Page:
Supply Chain Planners in different roles look at their data at different levels. Demand planners may look at their forecast at product customer level whereas their managers may look at the forecast for a product group in a region. Planners in certain industries such as the consumer-packaged goods (CPG) prefer updating forecasts at an aggregate level but would also sometimes want to lock values at the detail level to prevent disaggregation to a specific combination. How is it done? A planning system is expected to present correct data to the planner at whatever level it is being looked at.
Let’s understand how a planning system aggregates and disaggregates data and then answer the CPG industry question.
Supply Chain Data Aggregation
Aggregation refers to a function using which given data at a detail level is aggregated to a higher level. For example, forecast at a product level or product-customer level is aggregated to a product family or product family-country level.
The aggregate function depends on the data. Sales, forecast, orders, revenue can be summed up whereas costs and price cannot be summed. To aggregate costs or prices, the average or weighted average should be used. Let’s see examples of aggregating forecast and price.
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Let’s say there are 5 products (P1, P2, P3, P4, and P5) under one product family shipped to 3 customers (C1, C2, and C3). The table below has prices per product (column F) and forecast (column G) at product-customer level. Column H is Forecasted Revenue = Price x Forecast
Total Forecast for the product family is nothing but the sum of detail level forecasts which is equal to 4,750. Similarly, the Total Forecasted Revenue at the product family level is 35,550.
Aggregating prices or costs using this simple average can be misleading. Here’s how.
Using a simple average (average of column F), the price at product family level is 6.19. Another way to calculate the price at Product Family level is simply divide Total Forecasted Revenue by Total Forecast which is 35,550/4,750 = 7.48 which does not match with 6.19.
This is because 7.48 is weighted by forecast (and called weighted average price) whereas 6.19 is not weighted. 7.48 is the correct price at the product family level.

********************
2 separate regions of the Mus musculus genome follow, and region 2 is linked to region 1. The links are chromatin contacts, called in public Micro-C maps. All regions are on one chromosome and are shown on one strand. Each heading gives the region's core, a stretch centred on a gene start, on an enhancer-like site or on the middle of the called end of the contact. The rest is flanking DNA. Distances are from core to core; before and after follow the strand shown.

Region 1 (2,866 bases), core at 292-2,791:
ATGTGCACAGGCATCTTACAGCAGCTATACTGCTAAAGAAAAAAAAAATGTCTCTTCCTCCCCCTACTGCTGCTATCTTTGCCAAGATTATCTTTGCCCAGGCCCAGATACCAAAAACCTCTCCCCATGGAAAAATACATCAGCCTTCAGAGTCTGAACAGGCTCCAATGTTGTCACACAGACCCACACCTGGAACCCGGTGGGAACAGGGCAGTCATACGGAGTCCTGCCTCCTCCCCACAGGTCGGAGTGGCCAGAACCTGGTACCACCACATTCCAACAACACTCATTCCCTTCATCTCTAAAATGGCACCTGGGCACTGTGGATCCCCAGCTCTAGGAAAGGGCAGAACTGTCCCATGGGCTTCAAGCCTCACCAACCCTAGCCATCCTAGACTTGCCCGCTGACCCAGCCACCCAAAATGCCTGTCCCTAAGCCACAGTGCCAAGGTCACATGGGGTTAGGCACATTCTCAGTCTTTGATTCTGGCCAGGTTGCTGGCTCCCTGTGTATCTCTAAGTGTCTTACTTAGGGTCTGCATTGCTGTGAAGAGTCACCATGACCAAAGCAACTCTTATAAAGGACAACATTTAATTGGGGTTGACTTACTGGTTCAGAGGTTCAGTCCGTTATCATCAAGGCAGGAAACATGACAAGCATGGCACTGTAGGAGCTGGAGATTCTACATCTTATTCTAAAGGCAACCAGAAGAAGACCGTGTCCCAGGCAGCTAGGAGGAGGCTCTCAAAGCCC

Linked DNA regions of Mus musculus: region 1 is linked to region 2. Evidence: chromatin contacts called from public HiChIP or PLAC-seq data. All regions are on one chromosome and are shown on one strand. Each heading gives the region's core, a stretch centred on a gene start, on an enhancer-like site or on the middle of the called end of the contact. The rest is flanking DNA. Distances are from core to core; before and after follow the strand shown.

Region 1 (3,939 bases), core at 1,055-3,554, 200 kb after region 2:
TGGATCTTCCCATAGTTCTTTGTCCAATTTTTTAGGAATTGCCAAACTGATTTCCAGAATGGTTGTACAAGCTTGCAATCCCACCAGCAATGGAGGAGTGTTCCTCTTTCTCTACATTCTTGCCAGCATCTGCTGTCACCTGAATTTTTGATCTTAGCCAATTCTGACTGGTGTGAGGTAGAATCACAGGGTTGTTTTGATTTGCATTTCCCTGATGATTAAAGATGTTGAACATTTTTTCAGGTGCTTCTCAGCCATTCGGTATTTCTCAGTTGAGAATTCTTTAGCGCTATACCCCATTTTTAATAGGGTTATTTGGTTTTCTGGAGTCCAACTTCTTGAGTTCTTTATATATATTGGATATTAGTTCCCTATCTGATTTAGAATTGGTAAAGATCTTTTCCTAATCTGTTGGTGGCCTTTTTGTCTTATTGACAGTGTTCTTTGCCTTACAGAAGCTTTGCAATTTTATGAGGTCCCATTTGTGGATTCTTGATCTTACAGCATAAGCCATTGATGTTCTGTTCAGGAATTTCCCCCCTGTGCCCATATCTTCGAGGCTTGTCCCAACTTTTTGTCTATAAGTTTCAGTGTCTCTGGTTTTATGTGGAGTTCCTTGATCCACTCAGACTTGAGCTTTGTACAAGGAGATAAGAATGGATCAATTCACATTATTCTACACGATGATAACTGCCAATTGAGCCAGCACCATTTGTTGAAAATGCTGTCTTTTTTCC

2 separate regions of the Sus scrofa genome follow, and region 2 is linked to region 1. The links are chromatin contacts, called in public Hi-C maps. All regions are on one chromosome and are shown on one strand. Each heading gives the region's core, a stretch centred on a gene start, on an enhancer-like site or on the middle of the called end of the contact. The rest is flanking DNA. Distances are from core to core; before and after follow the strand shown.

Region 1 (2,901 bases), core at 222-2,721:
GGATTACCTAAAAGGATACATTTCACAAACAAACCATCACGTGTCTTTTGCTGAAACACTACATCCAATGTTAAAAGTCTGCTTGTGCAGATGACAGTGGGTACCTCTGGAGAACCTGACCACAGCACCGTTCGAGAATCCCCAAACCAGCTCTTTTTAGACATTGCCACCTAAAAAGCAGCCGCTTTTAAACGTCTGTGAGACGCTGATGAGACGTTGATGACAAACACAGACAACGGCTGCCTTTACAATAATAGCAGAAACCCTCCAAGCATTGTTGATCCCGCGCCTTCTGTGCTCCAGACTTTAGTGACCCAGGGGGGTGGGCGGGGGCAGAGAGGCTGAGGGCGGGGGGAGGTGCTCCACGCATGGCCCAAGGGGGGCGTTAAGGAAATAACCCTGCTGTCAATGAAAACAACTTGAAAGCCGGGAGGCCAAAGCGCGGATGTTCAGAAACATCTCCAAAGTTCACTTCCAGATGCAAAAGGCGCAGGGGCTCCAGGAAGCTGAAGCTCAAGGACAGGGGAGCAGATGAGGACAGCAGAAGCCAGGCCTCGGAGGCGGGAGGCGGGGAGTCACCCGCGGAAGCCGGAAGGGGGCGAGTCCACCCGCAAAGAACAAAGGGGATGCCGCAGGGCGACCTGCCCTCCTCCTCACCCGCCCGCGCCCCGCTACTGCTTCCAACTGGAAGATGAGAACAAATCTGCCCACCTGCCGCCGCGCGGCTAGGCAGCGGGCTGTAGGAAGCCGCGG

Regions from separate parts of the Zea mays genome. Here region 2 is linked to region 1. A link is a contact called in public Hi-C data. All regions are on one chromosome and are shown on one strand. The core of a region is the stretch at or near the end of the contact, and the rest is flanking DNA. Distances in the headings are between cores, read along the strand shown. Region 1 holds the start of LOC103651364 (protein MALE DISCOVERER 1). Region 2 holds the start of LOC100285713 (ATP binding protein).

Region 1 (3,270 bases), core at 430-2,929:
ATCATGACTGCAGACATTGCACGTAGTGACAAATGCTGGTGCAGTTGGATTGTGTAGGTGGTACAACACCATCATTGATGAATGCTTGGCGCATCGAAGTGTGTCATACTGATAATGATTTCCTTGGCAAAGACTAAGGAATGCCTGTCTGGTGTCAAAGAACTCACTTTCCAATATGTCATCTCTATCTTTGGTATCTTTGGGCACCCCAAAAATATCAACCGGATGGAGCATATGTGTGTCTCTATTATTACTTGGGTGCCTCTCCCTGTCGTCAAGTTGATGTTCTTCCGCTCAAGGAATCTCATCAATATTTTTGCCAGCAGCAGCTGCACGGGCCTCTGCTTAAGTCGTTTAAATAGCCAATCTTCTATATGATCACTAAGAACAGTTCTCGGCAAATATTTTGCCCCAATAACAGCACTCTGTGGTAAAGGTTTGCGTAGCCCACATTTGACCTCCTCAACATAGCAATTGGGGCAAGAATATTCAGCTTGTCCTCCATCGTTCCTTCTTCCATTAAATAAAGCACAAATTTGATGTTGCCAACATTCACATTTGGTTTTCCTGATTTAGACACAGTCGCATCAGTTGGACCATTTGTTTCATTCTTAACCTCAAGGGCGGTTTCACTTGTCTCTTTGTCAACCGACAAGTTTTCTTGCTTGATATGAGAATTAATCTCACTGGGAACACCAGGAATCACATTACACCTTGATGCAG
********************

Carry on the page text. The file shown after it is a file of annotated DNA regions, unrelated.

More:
Supply Chain Data Disaggregation
Disaggregation refers to a function using which given data at an aggregated level, such as forecast for a region, is broken down to detail level such as a state. Disaggregation works on existing ratios at detail level data.
Here’s an example. Consider there are 3 products (P1, P2 & P3) under a product family. The total forecast at product family level and per product from Jan-18 to Jun-18 is given in the table.
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Now if I adjust the product family level forecast, the following steps are followed in a planning system to adjust detail level i.e. product level forecast.
- The planning system calculates the ratio of a forecast of an individual product under the product family.
- For instance, for Jan-18 the ratio of P2 to the total forecast is 42% which is nothing but 50 divided by 120. See the below table.
- When I adjust my product family level forecast to 140 the forecast of P2 changes from 50 to 58 which is nothing but ~ 42% of 140.
- Similarly, for P1 it changes from 40 to 47 (~33% of 140) and for P3 it changes from 30 to 35 (~25% of 140).
- Adding 58+47+35 = 140 i.e. adjusted forecast for Jan-18 is 140.
- Similarly, we can calculate the new disaggregated value of adjusted forecast for months from Feb-18 through Jun-18 based on the ratios of the initial forecast. See table below for the new disaggregated values of an adjusted forecast.
Special Case: What happens if the forecast at the product family level is 0 for some reason? Let’s assume an error in loading data for May-18 led to the forecast being 0.
Following table shows the ratios at the product level. Notice the system cannot calculate ratios for May-18.
So, the forecast for all three products will be equally distributed. If the 0 is adjusted to 100 all products get ~33.
The planner can then adjust the product level forecasts to get better ratios. Then next time the product family level forecast is adjusted the data would account for these ratios and would disaggregate accordingly.
Coming back to the CPG industry business case mentioned at the beginning, in a company producing berries planners prefer to update the forecast at Product Group level and lock the forecast at Channel (retail, wholesale, food services, 3rd party etc.) where commitments have already been made. Supply Chain Planning software like Arkieva provides functionality to lock forecast at the detail level and prevent disaggregation.
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Here’s an example. Forecast at product family level for May-18 is 195. Planner decides to override it to 220 keeping the forecast of product P3 at 55. The lock feature allows forecast at P3 to be untouched at 55 while adjusting the forecast at P1 & P2 so that the total forecast at product family level remains 220. What this means is that the forecast for Product P1 and P2 increased by following the same disaggregation principle as discussed above.
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